Kitchen Ventilation Design Guide
in the selection & installation of kitchen exhaust fans or kitchen vent systems
POST a QUESTION or READ FAQs about kitchen ventilation system design, installation, choices, and best practices, Q&A on venting microwave appliances.
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This article discusses kitchen vent fans:
Kitchen vent fan types, ventilation rate, installation specifications, and noise ratings.
We also discuss downdraft fans and kitchen fan noise issues. Our page top photograph illustrates a high capacity vertical rise range hood in a New York home. This is the most-effective kitchen exhaust ventilation design, but attention to fire safety is required with this and all exhaust fan systems.
We also provide a MASTER INDEX to this topic, or you can try the page top or bottom SEARCH BOX as a quick way to find information you need.
Kitchen Ventilation Design Guide: how to choose & install a kitchen vent fan
Kitchens and bathrooms are key sources of indoor moisture and other pollutants. Kitchens produce particulates and atomized grease from cooking, and with a gas range,
they also produce combustion by-products including nitrogen dioxide and carbon monoxide.
Our photos illustrate a traditional through-wall kitchen exhaust vent fan installed ca 1970 [DF]. The outdoor termination for this kitchen exhaust fan requires occasional caulking, and periodically the entire fan assembly is removed and cleaned to remove accumulated grease.
A magnetically-attached cover is sometimes installed over traditional through-wall kitchen exhaust fans to avoid drafts or heat loss in cold weather.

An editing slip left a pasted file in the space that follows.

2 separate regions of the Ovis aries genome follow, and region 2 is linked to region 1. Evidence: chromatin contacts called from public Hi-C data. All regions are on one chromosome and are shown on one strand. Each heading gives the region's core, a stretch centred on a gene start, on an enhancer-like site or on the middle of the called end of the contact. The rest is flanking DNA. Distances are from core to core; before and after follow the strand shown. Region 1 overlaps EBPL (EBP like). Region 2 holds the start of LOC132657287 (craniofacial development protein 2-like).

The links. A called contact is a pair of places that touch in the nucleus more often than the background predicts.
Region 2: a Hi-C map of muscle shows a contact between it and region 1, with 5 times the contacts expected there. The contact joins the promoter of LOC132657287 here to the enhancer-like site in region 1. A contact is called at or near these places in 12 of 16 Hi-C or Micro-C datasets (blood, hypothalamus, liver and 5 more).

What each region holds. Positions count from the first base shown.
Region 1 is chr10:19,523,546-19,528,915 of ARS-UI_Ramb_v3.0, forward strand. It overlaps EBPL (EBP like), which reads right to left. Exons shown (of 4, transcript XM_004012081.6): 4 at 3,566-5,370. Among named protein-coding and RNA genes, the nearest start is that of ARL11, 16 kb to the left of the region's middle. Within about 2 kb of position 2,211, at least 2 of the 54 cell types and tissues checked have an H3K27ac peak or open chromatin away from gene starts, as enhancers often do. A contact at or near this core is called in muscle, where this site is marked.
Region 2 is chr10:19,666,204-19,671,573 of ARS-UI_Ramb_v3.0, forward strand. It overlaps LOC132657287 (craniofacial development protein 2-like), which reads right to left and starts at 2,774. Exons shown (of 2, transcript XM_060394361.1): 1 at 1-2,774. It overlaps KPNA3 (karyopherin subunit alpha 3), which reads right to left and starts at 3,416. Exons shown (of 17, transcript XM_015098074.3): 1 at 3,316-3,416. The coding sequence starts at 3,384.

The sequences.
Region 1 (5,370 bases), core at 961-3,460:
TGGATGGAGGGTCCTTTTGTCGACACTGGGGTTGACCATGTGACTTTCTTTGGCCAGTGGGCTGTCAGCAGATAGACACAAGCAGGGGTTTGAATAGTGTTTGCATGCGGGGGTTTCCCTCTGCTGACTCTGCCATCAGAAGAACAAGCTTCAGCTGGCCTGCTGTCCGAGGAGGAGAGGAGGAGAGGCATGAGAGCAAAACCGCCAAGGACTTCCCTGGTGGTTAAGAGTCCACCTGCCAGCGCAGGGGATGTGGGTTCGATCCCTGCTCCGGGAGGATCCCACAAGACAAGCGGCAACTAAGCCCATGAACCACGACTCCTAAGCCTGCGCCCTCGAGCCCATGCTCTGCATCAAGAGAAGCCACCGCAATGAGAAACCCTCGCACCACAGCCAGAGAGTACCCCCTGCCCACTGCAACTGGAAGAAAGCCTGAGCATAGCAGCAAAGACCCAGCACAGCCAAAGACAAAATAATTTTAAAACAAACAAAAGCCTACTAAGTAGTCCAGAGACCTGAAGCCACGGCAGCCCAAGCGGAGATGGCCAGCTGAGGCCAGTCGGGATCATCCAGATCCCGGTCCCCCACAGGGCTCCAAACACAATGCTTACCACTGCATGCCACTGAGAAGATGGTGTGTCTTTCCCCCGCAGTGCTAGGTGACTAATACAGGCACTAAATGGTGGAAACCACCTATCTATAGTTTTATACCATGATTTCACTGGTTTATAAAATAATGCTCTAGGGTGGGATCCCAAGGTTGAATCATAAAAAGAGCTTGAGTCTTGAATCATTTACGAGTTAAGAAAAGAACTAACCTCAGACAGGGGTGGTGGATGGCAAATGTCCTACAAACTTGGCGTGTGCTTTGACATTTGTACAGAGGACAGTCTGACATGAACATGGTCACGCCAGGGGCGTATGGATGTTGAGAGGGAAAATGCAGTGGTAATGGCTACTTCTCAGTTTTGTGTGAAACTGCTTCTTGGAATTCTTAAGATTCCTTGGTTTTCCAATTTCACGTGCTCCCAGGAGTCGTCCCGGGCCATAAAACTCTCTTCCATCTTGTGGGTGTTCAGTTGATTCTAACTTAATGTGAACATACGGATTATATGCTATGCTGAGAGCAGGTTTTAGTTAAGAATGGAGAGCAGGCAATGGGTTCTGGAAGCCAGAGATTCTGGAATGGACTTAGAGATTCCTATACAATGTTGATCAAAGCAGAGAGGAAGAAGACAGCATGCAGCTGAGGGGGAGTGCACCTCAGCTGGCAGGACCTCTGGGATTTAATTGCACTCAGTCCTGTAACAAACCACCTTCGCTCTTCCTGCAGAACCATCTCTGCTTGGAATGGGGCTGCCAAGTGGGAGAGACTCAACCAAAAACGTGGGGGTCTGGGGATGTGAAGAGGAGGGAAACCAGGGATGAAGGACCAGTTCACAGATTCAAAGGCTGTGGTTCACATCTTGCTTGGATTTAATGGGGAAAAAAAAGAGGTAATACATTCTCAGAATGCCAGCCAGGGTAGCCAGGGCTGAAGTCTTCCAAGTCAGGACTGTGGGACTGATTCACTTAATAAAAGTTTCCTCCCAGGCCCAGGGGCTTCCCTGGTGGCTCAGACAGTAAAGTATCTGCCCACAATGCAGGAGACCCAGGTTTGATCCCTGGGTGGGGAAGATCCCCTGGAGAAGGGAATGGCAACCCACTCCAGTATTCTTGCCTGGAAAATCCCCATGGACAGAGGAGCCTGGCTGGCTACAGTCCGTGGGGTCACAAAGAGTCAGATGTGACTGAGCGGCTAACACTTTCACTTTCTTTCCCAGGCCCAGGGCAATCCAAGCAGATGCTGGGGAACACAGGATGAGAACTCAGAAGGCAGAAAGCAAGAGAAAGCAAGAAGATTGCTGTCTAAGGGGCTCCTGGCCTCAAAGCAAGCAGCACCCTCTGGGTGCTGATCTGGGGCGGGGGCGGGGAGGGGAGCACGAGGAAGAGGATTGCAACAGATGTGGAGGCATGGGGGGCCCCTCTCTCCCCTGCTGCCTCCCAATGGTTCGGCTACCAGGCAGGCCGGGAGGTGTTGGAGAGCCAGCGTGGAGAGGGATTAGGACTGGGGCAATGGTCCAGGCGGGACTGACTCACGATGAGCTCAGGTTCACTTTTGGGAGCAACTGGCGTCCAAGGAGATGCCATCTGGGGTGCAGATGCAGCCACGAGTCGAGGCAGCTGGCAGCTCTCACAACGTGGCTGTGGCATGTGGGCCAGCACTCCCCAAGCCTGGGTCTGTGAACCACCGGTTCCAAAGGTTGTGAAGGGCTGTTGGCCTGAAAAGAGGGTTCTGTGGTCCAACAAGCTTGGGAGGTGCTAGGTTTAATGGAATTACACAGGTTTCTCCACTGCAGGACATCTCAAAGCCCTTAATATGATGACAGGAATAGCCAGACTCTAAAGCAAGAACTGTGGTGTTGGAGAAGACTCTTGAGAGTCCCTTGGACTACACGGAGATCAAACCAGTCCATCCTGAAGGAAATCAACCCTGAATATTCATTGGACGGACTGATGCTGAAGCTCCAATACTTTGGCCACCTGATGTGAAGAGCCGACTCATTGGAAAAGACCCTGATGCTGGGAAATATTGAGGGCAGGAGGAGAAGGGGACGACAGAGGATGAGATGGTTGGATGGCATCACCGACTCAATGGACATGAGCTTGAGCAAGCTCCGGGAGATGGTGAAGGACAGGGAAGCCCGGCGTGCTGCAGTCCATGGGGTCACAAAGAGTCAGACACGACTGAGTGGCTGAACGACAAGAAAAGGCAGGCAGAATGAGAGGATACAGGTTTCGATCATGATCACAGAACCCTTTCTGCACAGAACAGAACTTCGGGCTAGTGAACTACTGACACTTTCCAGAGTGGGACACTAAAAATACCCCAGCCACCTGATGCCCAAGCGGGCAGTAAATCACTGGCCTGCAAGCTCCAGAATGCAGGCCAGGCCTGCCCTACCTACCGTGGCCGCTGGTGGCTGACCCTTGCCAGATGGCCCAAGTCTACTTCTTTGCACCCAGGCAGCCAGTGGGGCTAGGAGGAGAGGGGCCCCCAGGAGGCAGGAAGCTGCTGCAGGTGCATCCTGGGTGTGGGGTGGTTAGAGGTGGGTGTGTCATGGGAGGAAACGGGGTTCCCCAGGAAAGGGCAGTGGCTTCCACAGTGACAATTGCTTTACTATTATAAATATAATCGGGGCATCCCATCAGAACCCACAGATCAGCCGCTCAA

Kitchen cooktops produce large amounts of water vapor,
atomized grease, particulates, and cooking odors. In addition,
gas cooktops produce combustion by-products,
including carbon dioxide, nitrogen dioxide, nitrous oxide,
and carbon monoxide.
[Click any image or table to see an enlarged version with additional detail, commentary & source citation.]
Some high-capacity ventilators are
designed to work from 24 to 30 inches above the cooking
surface, but the stronger fans increase the risk of backdrafting
other combustion appliances.
with microwaves typically project out only 13 to 15 inches
and miss most of the contaminants generated by the front
[Click to enlarge any image]
Required Kitchen Fan Ventilation Rate
The minimum ventilation rate for
kitchens required by the 2003 International Residential
Code is 100 cfm intermittent or 25 cfm continuous (if
part of a whole-house ventilation system).
experts recommend that overhead range hoods have a minimum
capacity of 150 cfm and recommend higher capacity
fans for open grilling, high-BTU commercial-style
ranges, and other cooking styles that generate greater than
average steam or smoke (see Table 6-14).
[Click any image or table to see an enlarged version with additional detail, commentary & source citation.]
A rule of thumb
for high-output ranges is 1 cfm of ventilation per 100
BTU’s of output. With high-powered fans, multi speed controls
are best so the fan speed (and noise) can be lowered
when full power is not required.
Installation Specifications for Kitchen Island Hoods
Island hoods are typically installed at
least 27 inches above the cook surface so they do not interfere
with sight lines.
Because they are farther from the
cooktop and subject to passing air currents, they require
more powerful fans than standard wall-mounted hoods.
HVI recommendations for wall-mounted and island hoods
are shown in Table 6-14 above.
Updraft Kitchen Exhaust Fan Fire Hazards
As Mr. Bliss noted above,
The most effective way to remove the moisture
and contaminants from a cooktop is with an overhead
range hood vented to the outdoors.
The interesting kitchen vent fan exhaust system shown at left was installed (we estimate) in this New York home in the 1930's. A combination of wood and metal site-built ductwork runs horizontally across an attic floor to a high-capacity exhaust fan located in the attic (green). The attic-mounted fan connects to a vertical roof exhaust port using asbestos fabric to avoid vibration damage problems.
I [DJF] was more concerned about the possible fire hazards in this long-in-place ductwork combined with a high capacity attic fan than with any possible asbestos worry.